The banging comes first, followed by the screaming. I could try to blot out the noise and carry on, but proximity to family is supposed to be one of the benefits of working from home. My one-year-old son knows there's a computer keyboard on the other side of the door that needs a merry bashing with his tiny fists. I relent, as always, steering him toward an old desktop rather than my work laptop. He soon tires, and toddles off in search of fresh excitement.

Like hundreds of other employees in Bloomberg's Hong Kong bureau, I have been working from home for the past several weeks. How long exactly is hard to say, without checking. With no clear separation between the home and work, the hours and days blur into each other. There's a constant sense of extended hiatus. Like the residents of Casablanca, we are waiting, waiting for that plane (or subway, rather) out of here and back to the office.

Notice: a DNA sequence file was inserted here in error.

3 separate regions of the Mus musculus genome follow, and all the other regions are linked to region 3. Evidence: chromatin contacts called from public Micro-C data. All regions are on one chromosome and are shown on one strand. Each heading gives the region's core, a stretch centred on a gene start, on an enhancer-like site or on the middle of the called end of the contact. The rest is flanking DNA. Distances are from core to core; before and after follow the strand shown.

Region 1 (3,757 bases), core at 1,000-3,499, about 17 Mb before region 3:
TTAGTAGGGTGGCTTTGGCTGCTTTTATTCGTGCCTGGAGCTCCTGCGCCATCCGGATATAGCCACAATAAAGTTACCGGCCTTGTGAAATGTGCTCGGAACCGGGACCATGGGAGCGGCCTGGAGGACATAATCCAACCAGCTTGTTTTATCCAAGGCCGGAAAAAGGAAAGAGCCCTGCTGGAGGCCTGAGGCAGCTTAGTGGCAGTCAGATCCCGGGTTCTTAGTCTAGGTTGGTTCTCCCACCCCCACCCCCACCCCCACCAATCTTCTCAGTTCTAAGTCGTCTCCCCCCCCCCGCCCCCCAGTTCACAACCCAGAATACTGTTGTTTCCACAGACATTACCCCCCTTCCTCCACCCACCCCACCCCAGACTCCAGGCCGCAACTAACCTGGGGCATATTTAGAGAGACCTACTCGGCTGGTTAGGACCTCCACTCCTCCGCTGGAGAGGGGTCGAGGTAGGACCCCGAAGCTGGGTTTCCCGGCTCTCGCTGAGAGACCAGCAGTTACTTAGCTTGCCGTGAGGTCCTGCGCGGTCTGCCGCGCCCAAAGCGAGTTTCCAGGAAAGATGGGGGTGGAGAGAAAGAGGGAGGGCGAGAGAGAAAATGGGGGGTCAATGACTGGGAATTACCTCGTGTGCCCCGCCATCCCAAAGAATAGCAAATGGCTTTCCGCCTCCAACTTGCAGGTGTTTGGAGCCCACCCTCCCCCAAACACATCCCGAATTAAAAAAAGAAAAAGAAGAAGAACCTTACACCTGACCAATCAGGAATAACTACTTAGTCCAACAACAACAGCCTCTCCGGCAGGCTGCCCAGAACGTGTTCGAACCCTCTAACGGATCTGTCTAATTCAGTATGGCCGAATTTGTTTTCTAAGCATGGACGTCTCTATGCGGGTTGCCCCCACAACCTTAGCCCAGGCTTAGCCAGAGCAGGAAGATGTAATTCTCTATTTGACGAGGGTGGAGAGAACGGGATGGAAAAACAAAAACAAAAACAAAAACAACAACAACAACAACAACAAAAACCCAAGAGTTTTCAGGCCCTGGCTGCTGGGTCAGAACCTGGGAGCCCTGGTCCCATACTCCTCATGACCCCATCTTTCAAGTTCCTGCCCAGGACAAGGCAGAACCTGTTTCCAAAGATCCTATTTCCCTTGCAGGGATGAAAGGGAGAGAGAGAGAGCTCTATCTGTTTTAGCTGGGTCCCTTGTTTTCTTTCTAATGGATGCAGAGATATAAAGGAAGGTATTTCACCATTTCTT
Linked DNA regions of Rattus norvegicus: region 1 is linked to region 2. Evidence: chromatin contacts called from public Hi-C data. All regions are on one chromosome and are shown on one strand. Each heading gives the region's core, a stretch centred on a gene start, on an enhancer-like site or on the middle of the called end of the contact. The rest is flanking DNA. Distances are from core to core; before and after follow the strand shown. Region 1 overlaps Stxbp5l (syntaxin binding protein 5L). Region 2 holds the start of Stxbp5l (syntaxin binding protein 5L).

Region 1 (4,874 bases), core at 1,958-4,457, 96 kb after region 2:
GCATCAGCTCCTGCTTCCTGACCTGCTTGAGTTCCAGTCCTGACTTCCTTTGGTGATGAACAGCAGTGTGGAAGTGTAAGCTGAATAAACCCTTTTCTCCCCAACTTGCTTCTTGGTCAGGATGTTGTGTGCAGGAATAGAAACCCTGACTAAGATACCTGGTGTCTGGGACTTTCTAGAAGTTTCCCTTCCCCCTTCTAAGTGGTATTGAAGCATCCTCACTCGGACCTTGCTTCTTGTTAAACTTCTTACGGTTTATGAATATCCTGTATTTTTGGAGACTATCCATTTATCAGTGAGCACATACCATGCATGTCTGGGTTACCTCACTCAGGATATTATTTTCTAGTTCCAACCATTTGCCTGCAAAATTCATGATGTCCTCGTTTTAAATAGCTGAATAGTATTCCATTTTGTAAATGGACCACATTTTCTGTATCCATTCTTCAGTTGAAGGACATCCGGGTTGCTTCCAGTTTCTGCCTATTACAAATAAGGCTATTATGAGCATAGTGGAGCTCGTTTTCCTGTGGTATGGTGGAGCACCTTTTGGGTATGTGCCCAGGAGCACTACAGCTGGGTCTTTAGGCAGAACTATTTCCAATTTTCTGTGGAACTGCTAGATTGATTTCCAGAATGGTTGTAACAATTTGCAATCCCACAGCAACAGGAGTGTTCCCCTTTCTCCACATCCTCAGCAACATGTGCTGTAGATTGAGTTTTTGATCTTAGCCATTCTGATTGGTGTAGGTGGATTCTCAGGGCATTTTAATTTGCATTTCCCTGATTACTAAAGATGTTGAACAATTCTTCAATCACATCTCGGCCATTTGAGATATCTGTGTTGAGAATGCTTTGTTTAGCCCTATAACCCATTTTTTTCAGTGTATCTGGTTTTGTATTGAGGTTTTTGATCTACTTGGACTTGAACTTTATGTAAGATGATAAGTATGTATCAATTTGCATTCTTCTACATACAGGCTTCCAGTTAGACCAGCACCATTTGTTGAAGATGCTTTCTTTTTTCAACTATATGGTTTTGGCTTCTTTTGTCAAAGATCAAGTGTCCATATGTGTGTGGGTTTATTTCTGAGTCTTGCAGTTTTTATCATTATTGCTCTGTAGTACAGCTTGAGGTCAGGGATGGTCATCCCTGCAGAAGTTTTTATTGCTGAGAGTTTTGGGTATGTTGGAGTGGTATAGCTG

For futurists, the business disruption wrought by the coronavirus is a dream come true. In 2014, a study by researchers at Stanford University challenged the notion that employees permitted to work from home might spend their time eating popcorn on the sofa and watching Netflix. On the contrary, they found that home working led to a 13 percent performance increase, while employees who volunteered for the nine-month trial reported improved work satisfaction and their attrition rate halved. The company in that case study, perhaps prophetically, was Chinese: Ctrip, a Shanghai-based and Nasdaq-listed travel agency then with 16,000 employees.